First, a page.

What is facial palsy?

Facial palsy is a form of facial paralysis which commonly affects one side of the face.

Associate Professor Tan Bien Keem, Singapore General Hospital's head and senior consultant of plastic, reconstructive and aesthetic surgery, operated on Ms Shirley Leong.

He said facial palsy is caused by damaged facial nerves which can be due to a viral infection, trauma or a tumour. Patients experience sagging in the face and have difficulty smiling and closing their eyes.

Prof Tan, who has seen only about 20 patients here with facial palsy in his 20 years of practice, said it's a rare condition that affects 23 in 100,000 in the US.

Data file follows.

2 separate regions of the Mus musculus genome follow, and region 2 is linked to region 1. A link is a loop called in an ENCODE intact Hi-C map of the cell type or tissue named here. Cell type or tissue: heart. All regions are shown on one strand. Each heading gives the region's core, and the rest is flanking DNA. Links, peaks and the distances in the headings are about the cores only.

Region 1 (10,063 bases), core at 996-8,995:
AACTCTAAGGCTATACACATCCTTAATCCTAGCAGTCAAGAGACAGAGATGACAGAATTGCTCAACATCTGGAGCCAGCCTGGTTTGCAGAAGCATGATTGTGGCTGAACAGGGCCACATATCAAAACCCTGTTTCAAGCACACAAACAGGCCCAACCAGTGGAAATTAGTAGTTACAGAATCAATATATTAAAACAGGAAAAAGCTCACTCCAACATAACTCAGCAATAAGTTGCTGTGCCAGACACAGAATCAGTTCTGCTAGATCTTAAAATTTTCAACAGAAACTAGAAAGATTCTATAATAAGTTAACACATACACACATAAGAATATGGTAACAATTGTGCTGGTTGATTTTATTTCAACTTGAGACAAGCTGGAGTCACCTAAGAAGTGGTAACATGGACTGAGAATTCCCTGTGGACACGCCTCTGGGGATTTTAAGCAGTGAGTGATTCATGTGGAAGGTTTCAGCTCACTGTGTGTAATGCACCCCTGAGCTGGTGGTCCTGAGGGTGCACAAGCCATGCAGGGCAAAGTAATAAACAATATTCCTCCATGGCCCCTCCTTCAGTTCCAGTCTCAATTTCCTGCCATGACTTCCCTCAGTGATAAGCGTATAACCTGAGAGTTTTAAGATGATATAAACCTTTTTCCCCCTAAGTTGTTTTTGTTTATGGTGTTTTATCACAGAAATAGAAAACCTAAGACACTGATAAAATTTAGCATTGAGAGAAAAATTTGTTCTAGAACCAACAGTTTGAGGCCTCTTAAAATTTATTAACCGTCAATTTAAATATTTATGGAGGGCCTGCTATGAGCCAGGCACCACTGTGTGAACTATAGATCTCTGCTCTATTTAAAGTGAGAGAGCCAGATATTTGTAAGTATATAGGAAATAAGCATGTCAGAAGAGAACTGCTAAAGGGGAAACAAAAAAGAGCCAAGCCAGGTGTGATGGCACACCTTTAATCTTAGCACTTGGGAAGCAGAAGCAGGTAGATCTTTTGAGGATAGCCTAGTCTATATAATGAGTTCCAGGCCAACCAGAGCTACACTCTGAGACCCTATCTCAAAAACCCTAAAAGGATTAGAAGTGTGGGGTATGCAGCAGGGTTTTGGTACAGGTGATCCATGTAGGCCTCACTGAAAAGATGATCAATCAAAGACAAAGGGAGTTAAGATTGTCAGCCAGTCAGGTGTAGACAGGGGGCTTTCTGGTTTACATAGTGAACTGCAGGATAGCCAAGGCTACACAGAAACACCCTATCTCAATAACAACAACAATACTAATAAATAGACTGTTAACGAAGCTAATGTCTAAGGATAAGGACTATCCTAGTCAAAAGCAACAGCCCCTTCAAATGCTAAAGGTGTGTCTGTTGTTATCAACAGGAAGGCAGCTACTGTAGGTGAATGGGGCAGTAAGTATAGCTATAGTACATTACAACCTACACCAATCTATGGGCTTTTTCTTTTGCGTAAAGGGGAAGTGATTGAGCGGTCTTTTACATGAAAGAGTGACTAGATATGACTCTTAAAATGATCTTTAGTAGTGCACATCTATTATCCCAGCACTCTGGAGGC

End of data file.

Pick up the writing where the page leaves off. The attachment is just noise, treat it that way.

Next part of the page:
Thankfully, facial reanimation surgery can help patients regain function of their facial muscles. The surgery involves transferring a small muscle from another part of the body, like the upper thigh or chest, to the face.

Prof Tan said: "The nerve endings in the muscle are connected to the biting or smiling nerves in the face, and the new muscle will start to pick up blood.

"The surgery is like completing an electrical circuit."

The operation, which has a success rate of 90 per cent, takes four to six hours and scars are hidden, added Prof Tan.

He urged those with the condition to seek treatment quickly.

"Younger patients get better results. The longer you delay treatment, the less effective it will be."